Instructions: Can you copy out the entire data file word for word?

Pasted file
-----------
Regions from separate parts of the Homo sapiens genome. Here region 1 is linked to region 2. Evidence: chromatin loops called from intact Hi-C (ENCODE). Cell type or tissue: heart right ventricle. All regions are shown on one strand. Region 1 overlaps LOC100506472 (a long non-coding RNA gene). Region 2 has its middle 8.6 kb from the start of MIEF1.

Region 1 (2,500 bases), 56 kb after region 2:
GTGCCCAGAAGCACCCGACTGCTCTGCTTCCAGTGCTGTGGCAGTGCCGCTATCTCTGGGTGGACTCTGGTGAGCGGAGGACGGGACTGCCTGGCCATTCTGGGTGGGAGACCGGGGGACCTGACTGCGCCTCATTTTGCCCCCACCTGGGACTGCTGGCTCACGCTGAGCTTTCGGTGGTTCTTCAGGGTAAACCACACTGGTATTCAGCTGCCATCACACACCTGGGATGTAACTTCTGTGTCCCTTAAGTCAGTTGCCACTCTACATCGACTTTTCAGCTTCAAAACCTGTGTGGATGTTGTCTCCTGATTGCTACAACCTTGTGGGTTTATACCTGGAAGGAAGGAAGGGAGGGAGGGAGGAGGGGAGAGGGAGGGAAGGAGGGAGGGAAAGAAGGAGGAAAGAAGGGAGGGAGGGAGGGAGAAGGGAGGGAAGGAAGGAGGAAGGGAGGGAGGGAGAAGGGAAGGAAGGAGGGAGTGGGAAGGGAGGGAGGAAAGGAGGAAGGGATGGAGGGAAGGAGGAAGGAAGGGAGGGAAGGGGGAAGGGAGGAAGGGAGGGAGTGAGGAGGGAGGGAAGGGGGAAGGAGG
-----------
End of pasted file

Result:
Regions from separate parts of the Homo sapiens genome. Here region 1 is linked to region 2. Evidence: chromatin loops called from intact Hi-C (ENCODE). Cell type or tissue: heart right ventricle. All regions are shown on one strand. Region 1 overlaps LOC100506472 (a long non-coding RNA gene). Region 2 has its middle 8.6 kb from the start of MIEF1.

Region 1 (2,500 bases), 56 kb after region 2:
GTGCCCAGAAGCACCCGACTGCTCTGCTTCCAGTGCTGTGGCAGTGCCGCTATCTCTGGGTGGACTCTGGTGAGCGGAGGACGGGACTGCCTGGCCATTCTGGGTGGGAGACCGGGGGACCTGACTGCGCCTCATTTTGCCCCCACCTGGGACTGCTGGCTCACGCTGAGCTTTCGGTGGTTCTTCAGGGTAAACCACACTGGTATTCAGCTGCCATCACACACCTGGGATGTAACTTCTGTGTCCCTTAAGTCAGTTGCCACTCTACATCGACTTTTCAGCTTCAAAACCTGTGTGGATGTTGTCTCCTGATTGCTACAACCTTGTGGGTTTATACCTGGAAGGAAGGAAGGGAGGGAGGGAGGAGGGGAGAGGGAGGGAAGGAGGGAGGGAAAGAAGGAGGAAAGAAGGGAGGGAGGGAGGGAGAAGGGAGGGAAGGAAGGAGGAAGGGAGGGAGGGAGAAGGGAAGGAAGGAGGGAGTGGGAAGGGAGGGAGGAAAGGAGGAAGGGATGGAGGGAAGGAGGAAGGAAGGGAGGGAAGGGGGAAGGGAGGAAGGGAGGGAGTGAGGAGGGAGGGAAGGGGGAAGGAGG